Archives For SERRC special issue

In this Special Issue, our contributors share their perspectives on how technology has changed what it means to be human and to be a member of a human society. These articles speak to issues raised in Frank Scalambrino’s edited book Social Epistemology and Technology: Toward Public Self-Awareness Regarding Technological Mediation.

Shortlink: http://wp.me/p1Bfg0-3qa

Special Issue 4: “Social Epistemology and Technology”, edited by Frank Scalambrino

For the SERRC’s other special issues, please refer to:

Announcing a Special Issue of the Social Epistemology Review and Reply Collective (SERRC)

The SERRC is the online component of the Taylor & Francis journal Social Epistemology.

“Social epistemology” refers to understanding knowledge and belief as social phenomena from, in part, an inter-disciplinary perspective. The theme of the SERRC Special Issue, to be published in February, 2016 is “technological mediation”. The Special Issue will speak to issues raised in and broadly related to, Social Epistemology & Technology: Toward Public Self-Awareness Regarding Technological Mediation. The book, to be published by Rowman & Littlefield, will be edited by Frank Scalambrino. Dr. Scalambrino will serve as the Special Issue Guest Editor.

Abstracts between 500 and 1,000 words are to be submitted by November 15th 2015.

Notification of acceptance will occur by November 30th 2015.

First drafts (5,000 to 7,000 words) due by January 5th 2016.

Final drafts will be due sometime in February, 2016. As is usual and customary, acceptance of your abstract is no guarantee the final article will be published.

The final article must be of acceptable quality, etc.  Continue Reading…

In this Special Issue, our multinational contributors share their perspective on epistemic claims and the moral implications of how one should present them via mass media.  Though the individual responses vary, they fall under two headings: 1) New Media and Social Justice, and 2) Mass Media, Popular Science, and Bad Reporting.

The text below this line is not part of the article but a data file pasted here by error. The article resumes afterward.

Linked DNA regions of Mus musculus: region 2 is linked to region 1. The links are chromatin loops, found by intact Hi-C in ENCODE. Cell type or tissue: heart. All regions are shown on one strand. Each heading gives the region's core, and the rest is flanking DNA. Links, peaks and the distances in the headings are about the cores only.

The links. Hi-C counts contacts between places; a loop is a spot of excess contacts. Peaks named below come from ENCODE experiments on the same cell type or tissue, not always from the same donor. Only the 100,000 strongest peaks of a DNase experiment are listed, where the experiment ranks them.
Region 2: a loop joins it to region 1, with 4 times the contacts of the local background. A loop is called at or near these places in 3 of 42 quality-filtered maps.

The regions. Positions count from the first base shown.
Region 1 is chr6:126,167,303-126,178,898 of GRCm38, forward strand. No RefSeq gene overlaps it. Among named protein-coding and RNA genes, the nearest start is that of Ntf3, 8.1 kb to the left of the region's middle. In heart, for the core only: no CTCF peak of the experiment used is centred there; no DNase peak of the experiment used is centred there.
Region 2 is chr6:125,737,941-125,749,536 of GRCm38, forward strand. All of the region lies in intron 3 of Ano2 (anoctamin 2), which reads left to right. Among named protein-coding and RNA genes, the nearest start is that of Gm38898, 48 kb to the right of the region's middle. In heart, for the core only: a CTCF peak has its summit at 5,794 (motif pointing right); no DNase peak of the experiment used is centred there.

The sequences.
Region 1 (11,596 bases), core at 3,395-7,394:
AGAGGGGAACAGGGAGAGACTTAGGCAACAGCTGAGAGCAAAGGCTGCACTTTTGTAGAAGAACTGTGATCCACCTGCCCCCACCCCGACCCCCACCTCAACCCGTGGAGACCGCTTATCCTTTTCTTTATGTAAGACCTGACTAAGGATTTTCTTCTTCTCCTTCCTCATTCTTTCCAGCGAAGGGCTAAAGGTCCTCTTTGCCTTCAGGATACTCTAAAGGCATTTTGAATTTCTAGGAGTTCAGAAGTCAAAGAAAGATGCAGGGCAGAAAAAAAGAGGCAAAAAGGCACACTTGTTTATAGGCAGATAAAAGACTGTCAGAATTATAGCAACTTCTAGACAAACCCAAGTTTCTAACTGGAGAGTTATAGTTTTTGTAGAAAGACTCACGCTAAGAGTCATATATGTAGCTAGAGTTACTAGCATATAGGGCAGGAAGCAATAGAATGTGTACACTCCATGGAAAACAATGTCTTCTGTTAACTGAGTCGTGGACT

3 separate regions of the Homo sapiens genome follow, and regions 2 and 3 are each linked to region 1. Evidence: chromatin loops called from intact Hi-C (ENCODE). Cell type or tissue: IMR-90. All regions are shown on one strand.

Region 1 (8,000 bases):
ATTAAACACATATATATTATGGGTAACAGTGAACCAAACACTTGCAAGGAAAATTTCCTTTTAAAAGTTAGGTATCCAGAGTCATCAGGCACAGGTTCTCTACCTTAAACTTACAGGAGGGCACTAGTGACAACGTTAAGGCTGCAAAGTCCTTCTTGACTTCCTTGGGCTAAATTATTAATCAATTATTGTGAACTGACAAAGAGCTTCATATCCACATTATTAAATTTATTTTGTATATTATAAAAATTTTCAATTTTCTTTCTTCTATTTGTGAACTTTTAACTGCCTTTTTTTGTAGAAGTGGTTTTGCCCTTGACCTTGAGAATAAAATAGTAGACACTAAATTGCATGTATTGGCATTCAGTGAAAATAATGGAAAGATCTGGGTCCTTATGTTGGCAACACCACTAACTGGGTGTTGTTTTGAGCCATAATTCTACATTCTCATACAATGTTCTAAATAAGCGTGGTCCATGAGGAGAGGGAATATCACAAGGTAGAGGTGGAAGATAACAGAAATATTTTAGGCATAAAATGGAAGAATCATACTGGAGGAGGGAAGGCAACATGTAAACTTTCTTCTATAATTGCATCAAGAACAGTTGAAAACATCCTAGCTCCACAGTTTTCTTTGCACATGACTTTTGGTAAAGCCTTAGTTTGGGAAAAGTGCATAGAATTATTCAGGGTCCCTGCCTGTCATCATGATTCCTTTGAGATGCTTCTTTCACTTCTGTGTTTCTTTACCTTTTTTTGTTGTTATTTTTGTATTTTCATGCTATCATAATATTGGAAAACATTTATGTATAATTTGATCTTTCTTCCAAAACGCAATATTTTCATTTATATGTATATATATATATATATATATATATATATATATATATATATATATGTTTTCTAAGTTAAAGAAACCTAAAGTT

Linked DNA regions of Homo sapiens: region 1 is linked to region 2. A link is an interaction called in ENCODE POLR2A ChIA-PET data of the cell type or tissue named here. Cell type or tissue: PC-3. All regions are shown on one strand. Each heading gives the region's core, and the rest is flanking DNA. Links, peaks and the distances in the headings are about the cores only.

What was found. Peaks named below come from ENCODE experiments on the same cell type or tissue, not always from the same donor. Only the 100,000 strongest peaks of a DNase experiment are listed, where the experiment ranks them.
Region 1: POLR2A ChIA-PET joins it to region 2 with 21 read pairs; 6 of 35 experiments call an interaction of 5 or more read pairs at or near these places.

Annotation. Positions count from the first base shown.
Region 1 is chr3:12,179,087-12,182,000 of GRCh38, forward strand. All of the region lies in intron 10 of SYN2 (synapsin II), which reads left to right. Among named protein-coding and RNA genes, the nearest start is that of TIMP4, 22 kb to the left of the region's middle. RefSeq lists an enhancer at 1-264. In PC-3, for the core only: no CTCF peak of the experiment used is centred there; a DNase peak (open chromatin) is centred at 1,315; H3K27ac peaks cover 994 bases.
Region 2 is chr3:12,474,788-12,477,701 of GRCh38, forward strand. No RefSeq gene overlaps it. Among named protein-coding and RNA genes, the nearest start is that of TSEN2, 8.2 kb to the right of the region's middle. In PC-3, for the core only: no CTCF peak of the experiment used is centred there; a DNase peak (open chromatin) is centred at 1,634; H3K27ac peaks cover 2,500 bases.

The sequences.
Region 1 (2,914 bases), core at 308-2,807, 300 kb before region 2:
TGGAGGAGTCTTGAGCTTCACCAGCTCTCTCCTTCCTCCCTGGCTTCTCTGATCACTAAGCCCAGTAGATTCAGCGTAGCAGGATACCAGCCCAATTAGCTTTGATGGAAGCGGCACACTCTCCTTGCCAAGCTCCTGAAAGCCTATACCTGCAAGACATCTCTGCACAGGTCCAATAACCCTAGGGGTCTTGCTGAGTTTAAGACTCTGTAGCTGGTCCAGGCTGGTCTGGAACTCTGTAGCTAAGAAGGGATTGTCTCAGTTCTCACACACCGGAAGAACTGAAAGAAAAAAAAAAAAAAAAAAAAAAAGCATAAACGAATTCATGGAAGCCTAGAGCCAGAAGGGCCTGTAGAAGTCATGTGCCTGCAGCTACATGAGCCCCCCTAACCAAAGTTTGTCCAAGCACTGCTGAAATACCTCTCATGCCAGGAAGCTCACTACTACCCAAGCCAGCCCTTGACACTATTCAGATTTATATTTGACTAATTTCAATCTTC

The PDFs of each article give specific page numbers. Shortlink: http://wp.me/p1Bfg0-1Kj

Please refer to: Special Issue 1: “Normative Functionalism and the Pittsburgh School” and Special Issue 2: “On the Future Direction of Social Epistemology.”

I. New Media and Social Justice

Considering Online News Comments: Are We Really So Irrational and Hate Filled?
Maureen Linker, University of Michigan-Dearborn, USA

Hashtag Feminism and Twitter Activism in India
Elizabeth Losh, University of California, San Diego, USA

II. Mass Media, Popular Science, and Bad Reporting

Science and Scientism in Popular Science Writing
Jeroen de Ridder, VU University Amsterdamm NL

From Science in the Papers to Science in the News
Carlos Elías Pérez, Universidad Carlos III de Madrid, ES and Jesús Zamora Bonilla, Universidad Nacional de Educación a Distancia, ES

Free Will as an Illusion: Ethical and Epistemological Consequences of an Alleged Revolutionary Truth
Mario De Caro, Università Roma Tre and Tufts University and Andrea Lavazza, Centro Universitario Internazionale, Arezzo, Italy